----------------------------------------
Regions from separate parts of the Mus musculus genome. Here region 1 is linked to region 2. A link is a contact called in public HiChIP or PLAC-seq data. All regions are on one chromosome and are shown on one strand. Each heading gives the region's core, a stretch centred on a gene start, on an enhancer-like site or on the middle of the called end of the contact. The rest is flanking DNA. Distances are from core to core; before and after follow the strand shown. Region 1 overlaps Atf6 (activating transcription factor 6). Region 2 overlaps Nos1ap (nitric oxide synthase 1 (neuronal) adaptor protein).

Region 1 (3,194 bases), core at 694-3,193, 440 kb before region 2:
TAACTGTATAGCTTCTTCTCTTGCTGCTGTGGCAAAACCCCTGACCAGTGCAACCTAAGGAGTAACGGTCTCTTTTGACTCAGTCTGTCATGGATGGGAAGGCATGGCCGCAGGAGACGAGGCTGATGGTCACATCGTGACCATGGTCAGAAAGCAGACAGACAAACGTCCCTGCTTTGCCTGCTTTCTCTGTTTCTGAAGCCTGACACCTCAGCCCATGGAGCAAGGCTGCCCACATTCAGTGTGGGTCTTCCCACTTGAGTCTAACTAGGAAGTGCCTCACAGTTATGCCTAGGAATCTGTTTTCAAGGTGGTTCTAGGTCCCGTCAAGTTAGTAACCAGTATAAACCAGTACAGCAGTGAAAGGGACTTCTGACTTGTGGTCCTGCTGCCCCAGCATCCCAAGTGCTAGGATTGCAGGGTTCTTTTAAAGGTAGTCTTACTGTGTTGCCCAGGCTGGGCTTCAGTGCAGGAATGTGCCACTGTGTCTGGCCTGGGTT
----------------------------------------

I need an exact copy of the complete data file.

Regions from separate parts of the Mus musculus genome. Here region 1 is linked to region 2. A link is a contact called in public HiChIP or PLAC-seq data. All regions are on one chromosome and are shown on one strand. Each heading gives the region's core, a stretch centred on a gene start, on an enhancer-like site or on the middle of the called end of the contact. The rest is flanking DNA. Distances are from core to core; before and after follow the strand shown. Region 1 overlaps Atf6 (activating transcription factor 6). Region 2 overlaps Nos1ap (nitric oxide synthase 1 (neuronal) adaptor protein).

Region 1 (3,194 bases), core at 694-3,193, 440 kb before region 2:
TAACTGTATAGCTTCTTCTCTTGCTGCTGTGGCAAAACCCCTGACCAGTGCAACCTAAGGAGTAACGGTCTCTTTTGACTCAGTCTGTCATGGATGGGAAGGCATGGCCGCAGGAGACGAGGCTGATGGTCACATCGTGACCATGGTCAGAAAGCAGACAGACAAACGTCCCTGCTTTGCCTGCTTTCTCTGTTTCTGAAGCCTGACACCTCAGCCCATGGAGCAAGGCTGCCCACATTCAGTGTGGGTCTTCCCACTTGAGTCTAACTAGGAAGTGCCTCACAGTTATGCCTAGGAATCTGTTTTCAAGGTGGTTCTAGGTCCCGTCAAGTTAGTAACCAGTATAAACCAGTACAGCAGTGAAAGGGACTTCTGACTTGTGGTCCTGCTGCCCCAGCATCCCAAGTGCTAGGATTGCAGGGTTCTTTTAAAGGTAGTCTTACTGTGTTGCCCAGGCTGGGCTTCAGTGCAGGAATGTGCCACTGTGTCTGGCCTGGGTT